Retirement planning is a numbers game.
An evolving one that requires active participation to manage the many variables that exist.
Finding the right balance between them means making tradeoffs so it’s important that you make the best decisions you can with the information you have.
But, the good news is that success can be as simple as just knowing the things that matter so that your retirement is an event you can look forward to.
So, here are 6 critical elements to get right.
1. Making the most of your time
Time is the same for everyone in that we all age at the same rate; one day at a time.
As such, it can be your best friend or your worst enemy depending on how effectively you use it.
Time is a critical component for investing because it’s the element that facilitates compound interest and, the one thing compound interest needs to work, is time.
…and lots of it.
Once you know how many years you have left then you can easily work out the number of potential monthly contributions you have from today to accumulate your fund.
Since this is a definitive number it means that each month counts because;
- Tax relief is available each month.
- Tax free growth is available each month.
- Compounded returns are available each month.
Outside of the time factor, there are other elements to a plan and these elements need to reflect your individual circumstances because everyone has;
- Unique personal circumstances,
- Unique personal and financial goals,
- Varying degrees of debt and financial worries,
- Individual health concerns,
- Different financial means and assets,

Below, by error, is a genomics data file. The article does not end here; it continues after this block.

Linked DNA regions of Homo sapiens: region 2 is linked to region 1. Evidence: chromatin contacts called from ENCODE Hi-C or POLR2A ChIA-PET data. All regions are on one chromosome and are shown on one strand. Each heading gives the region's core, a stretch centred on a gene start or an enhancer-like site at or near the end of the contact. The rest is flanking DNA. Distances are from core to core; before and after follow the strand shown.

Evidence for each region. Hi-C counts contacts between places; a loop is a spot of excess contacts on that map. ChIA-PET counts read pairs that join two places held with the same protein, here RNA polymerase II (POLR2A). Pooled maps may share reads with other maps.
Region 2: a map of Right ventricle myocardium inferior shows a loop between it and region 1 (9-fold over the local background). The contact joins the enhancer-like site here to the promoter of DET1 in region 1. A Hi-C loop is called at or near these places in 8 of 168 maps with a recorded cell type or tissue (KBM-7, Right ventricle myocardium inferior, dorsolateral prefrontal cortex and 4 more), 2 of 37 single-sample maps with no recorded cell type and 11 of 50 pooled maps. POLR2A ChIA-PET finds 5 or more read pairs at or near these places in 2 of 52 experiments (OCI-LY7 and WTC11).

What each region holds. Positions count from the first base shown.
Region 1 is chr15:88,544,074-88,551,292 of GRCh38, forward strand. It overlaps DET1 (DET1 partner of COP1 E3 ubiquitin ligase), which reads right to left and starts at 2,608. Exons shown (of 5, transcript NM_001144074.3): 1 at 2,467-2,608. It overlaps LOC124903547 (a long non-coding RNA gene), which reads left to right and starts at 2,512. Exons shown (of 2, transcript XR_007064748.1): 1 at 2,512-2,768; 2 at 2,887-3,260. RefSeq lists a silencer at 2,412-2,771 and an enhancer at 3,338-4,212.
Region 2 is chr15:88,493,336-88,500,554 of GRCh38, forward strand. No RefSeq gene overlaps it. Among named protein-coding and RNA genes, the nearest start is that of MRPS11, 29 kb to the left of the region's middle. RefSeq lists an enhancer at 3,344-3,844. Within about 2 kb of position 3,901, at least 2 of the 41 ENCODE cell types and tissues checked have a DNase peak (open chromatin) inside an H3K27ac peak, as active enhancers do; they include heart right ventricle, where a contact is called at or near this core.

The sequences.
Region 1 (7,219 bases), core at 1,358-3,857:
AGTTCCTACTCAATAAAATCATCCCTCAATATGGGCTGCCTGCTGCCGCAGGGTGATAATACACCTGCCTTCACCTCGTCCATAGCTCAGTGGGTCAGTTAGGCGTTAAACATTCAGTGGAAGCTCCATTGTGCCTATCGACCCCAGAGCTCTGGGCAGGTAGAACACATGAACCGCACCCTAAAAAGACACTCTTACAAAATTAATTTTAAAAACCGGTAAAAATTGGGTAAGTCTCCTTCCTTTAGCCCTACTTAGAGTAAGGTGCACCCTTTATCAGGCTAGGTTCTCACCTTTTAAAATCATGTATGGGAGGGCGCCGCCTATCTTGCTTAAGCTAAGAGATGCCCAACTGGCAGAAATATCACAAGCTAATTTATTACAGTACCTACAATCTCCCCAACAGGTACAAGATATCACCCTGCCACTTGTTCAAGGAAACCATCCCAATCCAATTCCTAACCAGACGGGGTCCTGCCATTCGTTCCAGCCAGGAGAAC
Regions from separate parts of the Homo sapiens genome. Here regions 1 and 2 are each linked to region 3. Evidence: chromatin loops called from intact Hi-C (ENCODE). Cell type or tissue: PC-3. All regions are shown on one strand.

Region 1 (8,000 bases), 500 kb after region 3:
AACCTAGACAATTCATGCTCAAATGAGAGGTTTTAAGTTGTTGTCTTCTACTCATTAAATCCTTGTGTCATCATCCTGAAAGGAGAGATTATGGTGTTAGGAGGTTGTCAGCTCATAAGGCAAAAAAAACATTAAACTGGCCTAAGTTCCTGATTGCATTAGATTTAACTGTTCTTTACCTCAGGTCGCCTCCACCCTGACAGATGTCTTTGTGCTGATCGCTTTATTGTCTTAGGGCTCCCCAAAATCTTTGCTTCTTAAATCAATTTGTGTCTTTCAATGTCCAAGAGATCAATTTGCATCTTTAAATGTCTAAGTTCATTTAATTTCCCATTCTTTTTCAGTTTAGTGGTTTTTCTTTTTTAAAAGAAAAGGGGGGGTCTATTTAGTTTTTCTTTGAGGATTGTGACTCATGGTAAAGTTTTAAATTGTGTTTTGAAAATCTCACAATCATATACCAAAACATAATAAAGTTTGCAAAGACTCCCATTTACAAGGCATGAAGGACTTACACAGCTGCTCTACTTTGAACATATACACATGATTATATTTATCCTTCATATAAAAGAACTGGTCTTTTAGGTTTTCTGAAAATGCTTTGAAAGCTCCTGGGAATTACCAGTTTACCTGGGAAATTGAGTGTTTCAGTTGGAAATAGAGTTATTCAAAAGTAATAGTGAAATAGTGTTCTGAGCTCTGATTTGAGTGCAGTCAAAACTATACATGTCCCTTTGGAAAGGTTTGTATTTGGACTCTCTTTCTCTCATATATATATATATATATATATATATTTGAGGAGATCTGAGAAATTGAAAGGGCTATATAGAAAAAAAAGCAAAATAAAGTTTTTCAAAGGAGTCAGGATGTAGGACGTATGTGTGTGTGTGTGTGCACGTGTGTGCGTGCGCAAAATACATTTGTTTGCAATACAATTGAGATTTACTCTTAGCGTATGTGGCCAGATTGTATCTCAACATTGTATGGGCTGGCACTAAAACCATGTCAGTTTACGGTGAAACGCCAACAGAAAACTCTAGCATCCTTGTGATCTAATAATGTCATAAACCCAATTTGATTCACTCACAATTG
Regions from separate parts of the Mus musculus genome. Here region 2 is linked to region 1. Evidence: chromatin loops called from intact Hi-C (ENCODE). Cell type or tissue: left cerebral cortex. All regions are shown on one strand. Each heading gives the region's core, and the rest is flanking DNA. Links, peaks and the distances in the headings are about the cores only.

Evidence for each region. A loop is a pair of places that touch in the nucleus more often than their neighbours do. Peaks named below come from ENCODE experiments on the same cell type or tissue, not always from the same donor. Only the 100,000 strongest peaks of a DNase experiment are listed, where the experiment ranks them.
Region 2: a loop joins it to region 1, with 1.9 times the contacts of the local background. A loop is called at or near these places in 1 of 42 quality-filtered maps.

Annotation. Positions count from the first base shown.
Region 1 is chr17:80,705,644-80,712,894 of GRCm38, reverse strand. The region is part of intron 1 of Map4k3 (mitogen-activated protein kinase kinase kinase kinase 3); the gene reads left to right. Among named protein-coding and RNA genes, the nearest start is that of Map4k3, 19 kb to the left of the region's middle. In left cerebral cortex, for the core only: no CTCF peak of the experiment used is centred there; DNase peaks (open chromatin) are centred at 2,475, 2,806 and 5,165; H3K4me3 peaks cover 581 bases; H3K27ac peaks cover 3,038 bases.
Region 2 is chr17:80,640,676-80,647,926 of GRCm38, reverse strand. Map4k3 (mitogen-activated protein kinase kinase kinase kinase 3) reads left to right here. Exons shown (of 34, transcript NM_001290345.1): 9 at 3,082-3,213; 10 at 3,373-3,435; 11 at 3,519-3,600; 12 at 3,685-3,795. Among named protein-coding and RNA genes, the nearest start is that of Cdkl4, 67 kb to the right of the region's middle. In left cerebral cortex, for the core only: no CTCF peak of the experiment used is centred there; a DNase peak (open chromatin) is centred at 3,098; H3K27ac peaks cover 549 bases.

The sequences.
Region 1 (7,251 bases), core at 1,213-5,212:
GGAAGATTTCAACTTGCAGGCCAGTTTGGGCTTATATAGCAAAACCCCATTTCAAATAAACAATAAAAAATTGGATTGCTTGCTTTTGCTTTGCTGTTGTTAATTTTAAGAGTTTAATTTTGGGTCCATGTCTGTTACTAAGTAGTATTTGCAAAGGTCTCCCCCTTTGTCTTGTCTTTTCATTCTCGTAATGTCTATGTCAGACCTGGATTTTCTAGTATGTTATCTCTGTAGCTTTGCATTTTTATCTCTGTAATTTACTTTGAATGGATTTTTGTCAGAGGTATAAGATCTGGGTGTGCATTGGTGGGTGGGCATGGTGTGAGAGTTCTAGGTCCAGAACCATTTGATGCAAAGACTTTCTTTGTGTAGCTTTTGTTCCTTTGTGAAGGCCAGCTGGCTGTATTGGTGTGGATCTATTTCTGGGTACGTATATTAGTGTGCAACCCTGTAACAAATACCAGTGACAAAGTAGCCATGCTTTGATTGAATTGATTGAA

The key takeaway here is that the cost of retirement funding doubles every 6 years so the more months you lose the more expensive it gets.
2. Your contribution frequency
Given the amount of cash needed to sustain a 25 year retirement you should seek to employ every possible advantage you can.
One of the ways you can do this is by increasing the frequency of your contributions – something the majority of self employed investors can improve on.
Most sole traders make one annual pension contribution each year. The problem with this is that they make one big purchase decision on an undetermined, random day.
The result of this is that the price they pay for their investment relies more on luck rather than deliberate, consistent investment behaviour.
And infrequent, inconsistent investing means that people tend to miss out on the fluctuating market prices to accumulate the volume of assets they need.
A simple way to take advantage of this is to change from making one large annual contribution to making 12 smaller, monthly contributions with the option of a discretionary contribution at the end of the tax year.
This increases the annual frequency from 1 random event to 13 sequential events and, once set in motion, can continue on automatically. It’s also a more cash-flow friendly approach.
This simple change can make a big difference over time.
For example, a self employed 40 year old could boost their total investment count from 28 all the way up to 364 by simply changing the mechanics of how they invest.
Buying 364 times rather than 28 times helps to mitigate the risks of consistently buying into the markets at the wrong time.
Luck and timing are not reliable components for long term investing.
3. Beating inflation
Inflation is the silent assassin of wealth.
It’s the single biggest threat to your future net worth because stagnant money gets massively devalued over time.
When harnessed for good, compounded returns can generate exponential growth for your assets. Compounded erosion, on the other hand, does the exact opposite and it’s every bit as powerful.
To illustrate a simple example, here is the effect of 2.5% inflation on €100,000 after;
- 1 year = €97,560
- 2 years = €95,181
- 5 years = €88,385
- 10 years = €78,119
- 20 years = €61,028
- 30 years = €47,674
- 40 years = €37,243
Simply put, if your investments aren’t growing, they’re losing.